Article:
…federal agents descended on Kraft’s offices near Chicago and confronted Mr. Watson. He admitted his role in a bribery scheme that has laid bare a startling vein of corruption in the food industry. And because the scheme also involved millions of pounds of tomato products with high levels of mold or other defects, the case has raised serious questions about how well food manufacturers safeguard the quality of their ingredients.
Over the last 14 months, Mr. Watson and three other purchasing managers, at Frito-Lay, Safeway and B&G Foods, have pleaded guilty to taking bribes. Five people connected to one of the nation’s largest tomato processors, SK Foods, have also admitted taking part in the scheme.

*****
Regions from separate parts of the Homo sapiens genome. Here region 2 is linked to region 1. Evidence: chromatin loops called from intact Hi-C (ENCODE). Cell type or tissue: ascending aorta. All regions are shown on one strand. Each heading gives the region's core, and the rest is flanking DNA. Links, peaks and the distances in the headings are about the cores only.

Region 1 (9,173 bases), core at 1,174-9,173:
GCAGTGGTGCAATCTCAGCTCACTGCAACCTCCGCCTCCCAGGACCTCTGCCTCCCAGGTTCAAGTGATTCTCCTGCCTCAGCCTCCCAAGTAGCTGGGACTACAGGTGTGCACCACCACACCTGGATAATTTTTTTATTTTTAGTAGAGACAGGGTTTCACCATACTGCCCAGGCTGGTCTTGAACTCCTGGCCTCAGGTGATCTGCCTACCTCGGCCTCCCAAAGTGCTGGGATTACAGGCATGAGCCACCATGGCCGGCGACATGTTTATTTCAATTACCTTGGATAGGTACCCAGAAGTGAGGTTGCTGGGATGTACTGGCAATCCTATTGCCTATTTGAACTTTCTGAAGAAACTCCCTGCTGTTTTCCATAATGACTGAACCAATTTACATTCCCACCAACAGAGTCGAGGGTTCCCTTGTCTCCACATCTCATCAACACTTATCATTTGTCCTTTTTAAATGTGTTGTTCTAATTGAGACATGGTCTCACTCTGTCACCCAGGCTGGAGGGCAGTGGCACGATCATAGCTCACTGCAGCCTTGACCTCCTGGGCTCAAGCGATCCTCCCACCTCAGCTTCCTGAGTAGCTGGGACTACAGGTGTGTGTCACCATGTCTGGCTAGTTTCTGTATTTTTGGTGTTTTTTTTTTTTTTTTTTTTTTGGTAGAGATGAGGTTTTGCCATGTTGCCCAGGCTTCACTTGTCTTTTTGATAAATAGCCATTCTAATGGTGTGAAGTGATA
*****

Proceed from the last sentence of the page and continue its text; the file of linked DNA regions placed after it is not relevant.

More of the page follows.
Okay, I lied. I have one comment. For all of this talk about deregulation in various industries, the one fact that is rarely talked about is that a percentage of people out there in the world are, quite frankly, unscrupulous bastards. Granted, it’s a small percentage, but it’s certainly high enough of them to put public safety at a greater risk.
So the choice of policies comes down to this. Place hope in the government to implement safety and legal measures that are easy to implement and don’t stifle competition and innovation? Or do we place hope that the industry doesn’t have people who would neither figuratively or literally put moldy tomatoes into the public food supply?
And people wonder why I don’t like talking about the food industry. With it being populated by folks like Robert Watson, it often comes across as a bleak and cynical place.